"Someone Standing There" on the Reverse? It's the Emperor!

Discussion in 'Ancient Coins' started by Orielensis, Apr 23, 2021.

  1. Orielensis

    Orielensis Supporter! Supporter

    Most Roman Imperial coins show an emperor or an empress, but they usually do so on the obverse. Yet some also depict the ruler once more again on the reverse. For me, these coins are premium items that stick out among the not-so-spectacular "someone standing there" types showing allegorical figures or deities.

    Recently, I picked up two more Severan denarii showing the current emperor on the reverse when I bid on a number of items from an old German collection that was dispersed. I'll take this opportunity to show them both.

    Septimius Severus is clearly identifiable by his impressive beard on this coin:
    Rom – Septimius Severus, Denar, Vota Suscepta XX.png
    Septimius Severus, Roman Empire, AR denarius, 202–210 AD, Rome mint. Obv: SEVERVS PIVS AVG; head of Septimius Severus, laureate, r. Rev: VOTA SVSCEPTA XX; Septimius Severus, veiled, togate, standing l., sacrificing out of patera in r. hand over altar. 20mm, 3.76g. Ref: RIC IV Septimius Severus 308.

    And here is Geta as "Prince of the Youth" in military attire, with trophy and holding the attributes of Providence. The same type exists for Caracalla, too:
    Rom – Geta, Denar, Principi Iuventutis.png
    Geta, Roman Empire, denarius, 200–202 AD, Rome mint. Obv: P SEPT GETA CAES PONT; bust of Geta, bare-headed, draped, r. Rev: PRINCIPI IVVENTUTIS; Geta, holding baton and sceptre, standing l. next to trophy r. 18mm, 3.40g. Ref: RIC IV Geta 18.

    Please show your coins, Severan or not, with an image of the emperor on the reverse!
    Last edited: Apr 23, 2021
  2. Avatar

    Guest User Guest

    to hide this ad.
  3. FitzNigel

    FitzNigel Medievalist Supporter

    I quite like the laureate Septimus! I’ll see if I can find an example in my own group later today
    Orielensis likes this.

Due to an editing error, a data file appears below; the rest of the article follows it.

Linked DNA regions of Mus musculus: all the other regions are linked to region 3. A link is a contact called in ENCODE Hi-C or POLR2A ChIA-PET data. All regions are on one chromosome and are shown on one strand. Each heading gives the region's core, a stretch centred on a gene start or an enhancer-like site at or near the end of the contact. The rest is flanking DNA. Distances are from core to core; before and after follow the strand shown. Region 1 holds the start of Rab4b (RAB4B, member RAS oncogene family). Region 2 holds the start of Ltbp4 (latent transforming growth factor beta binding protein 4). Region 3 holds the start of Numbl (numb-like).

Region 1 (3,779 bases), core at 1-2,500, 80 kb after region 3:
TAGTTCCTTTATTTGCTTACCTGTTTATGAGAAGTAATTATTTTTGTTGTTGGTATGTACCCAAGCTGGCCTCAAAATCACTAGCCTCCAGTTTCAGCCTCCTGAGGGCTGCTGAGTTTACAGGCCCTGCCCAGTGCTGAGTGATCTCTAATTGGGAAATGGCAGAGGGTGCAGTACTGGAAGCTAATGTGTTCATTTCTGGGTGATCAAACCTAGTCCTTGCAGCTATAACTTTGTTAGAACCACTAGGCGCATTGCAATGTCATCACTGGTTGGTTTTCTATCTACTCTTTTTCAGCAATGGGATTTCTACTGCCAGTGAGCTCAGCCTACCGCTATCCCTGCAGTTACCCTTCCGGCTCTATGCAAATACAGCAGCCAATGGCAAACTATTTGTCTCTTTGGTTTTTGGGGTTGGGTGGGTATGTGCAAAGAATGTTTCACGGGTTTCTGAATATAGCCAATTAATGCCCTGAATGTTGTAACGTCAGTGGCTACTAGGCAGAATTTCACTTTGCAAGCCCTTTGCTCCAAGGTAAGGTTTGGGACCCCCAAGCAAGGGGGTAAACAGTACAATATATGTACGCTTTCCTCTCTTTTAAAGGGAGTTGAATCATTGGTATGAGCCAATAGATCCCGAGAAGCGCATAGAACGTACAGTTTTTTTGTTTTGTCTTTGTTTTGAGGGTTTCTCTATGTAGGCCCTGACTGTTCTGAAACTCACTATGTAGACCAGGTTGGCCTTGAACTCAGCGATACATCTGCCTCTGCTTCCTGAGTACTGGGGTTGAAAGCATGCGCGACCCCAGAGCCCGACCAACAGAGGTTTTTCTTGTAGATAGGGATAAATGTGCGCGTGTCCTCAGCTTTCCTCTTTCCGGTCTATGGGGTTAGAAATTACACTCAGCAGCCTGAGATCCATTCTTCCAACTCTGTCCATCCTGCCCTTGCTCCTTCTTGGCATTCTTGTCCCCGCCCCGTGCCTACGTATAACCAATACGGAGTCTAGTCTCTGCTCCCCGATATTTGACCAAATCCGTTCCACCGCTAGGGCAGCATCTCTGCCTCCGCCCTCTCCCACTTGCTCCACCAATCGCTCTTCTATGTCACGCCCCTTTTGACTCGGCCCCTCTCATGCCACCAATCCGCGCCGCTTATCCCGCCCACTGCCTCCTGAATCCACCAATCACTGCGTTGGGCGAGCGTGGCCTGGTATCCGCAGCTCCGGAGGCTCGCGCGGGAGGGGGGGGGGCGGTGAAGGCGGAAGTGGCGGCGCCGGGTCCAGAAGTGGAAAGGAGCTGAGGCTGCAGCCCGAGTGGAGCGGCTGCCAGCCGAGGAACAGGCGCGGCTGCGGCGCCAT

4. Ed Snible

    Ed Snible Well-Known Member

    Here is one of Gallienus playing with a little dolly:

    Gallienus, Antioch mint. 13th emission, AD 266. Antoninianus 4.07g, 21mm
    Rev: IVBENTVS AVG; emperor standing left, holding Victory and spear; VIIC.
    Ref: RIC V 615
    acquired from Sam Sloat coins, NYINC coin show, Jan 2018

    I have no clue how the spear-bearer plays-with-dolls figure on the reverse was identified as his lordship Gallienus. Is it just because of the "AVG" on the reverse?
  5. Roman Collector

    Roman Collector Supporter! Supporter

    Interesting theme for a thread.

    This one fits the bill:

    Antoninus Pius, AD 138-161.
    Roman orichalcum sestertius, 24.27 g, 31.4 mm, 6 h.
    Rome, AD 158/9.
    Obv: ANTONINVS AVG PIVS P P TR P XXII, laureate head, right.
    Rev: VOTA SVSCEPTA DEC III S C, Antoninus, veiled, standing l., sacrificing from patera over tripod-altar and holding roll by side; COS IIII in ex.
    Refs: RIC 1010; BMCRE 2068-2069; Cohen 1124; Strack 1171; RCV 4262.
  6. DonnaML

    DonnaML Supporter! Supporter

    Here's one I've posted recently, an ADVENTVS coin with a reverse showing Hadrian being greeted by Roma upon his return to Rome. You can sort of see that Hadrian has mildly bushy hair and a little beard:

    Hadrian Adventus Roma jpg version.jpg

    Here's a Gordian III with a reverse showing the young emperor on a horse:

    Gordian III Denarius - jpg version.jpg

    And here are a couple of examples of the common later Roman reverse theme of Jupiter handing Victory on a globe to the emperor. In both cases, Jupiter stands left holding a long scepter, and the emperor stands right.


    Carus denarius jpg version.jpg

    NEW COMBINED Diocletian Ant - Concordia.jpg

    Edited to add: I forgot this one, with a reverse showing a horned Elagabalus standing left, sacrificing from a patera over a lit tripod altar:

    Elagabalus - bearded with horn - jpg version.jpg
    Last edited: Apr 23, 2021
  7. Bing

    Bing Illegitimi non carborundum Supporter

    Septimius Severus 7.jpg
    AR Denarius
    OBVERSE: SEVERVS PIVS AVG, laureate head right
    REVERSE: FVNDATOR PACIS, Septimius, togate and veiled, standing left holding olive branch
    Struck at Rome, 202-210 AD
    3.3g, 18mm,
    RIC 265, RSC 205, BMC 330
  8. Shea19

    Shea19 Supporter! Supporter

    Cool theme for a thread, I like it. Here is my favorite "emperor on reverse" coin, with Commodus sacrificing in front of a bust of Serapis.

    Commodus, Alexandria, BI Tetradrachm,(24.2mm., 10.19g), circa 183-185 (RY 24 of Marcus Aurelius), Laureate head of Commodus right/ Rev. Commodus, in priestly attire, standing left before bust of Serapis set on low cippus, sacrificing and dropping incense over lighted altar, L-K-Δ. RPC Online 16005 (this coin), Dattari-Savio Pl. 207, 9553 (this coin)
    From the Dattari Collection
  9. Andres2

    Andres2 Well-Known Member

  10. Spaniard

    Spaniard Well-Known Member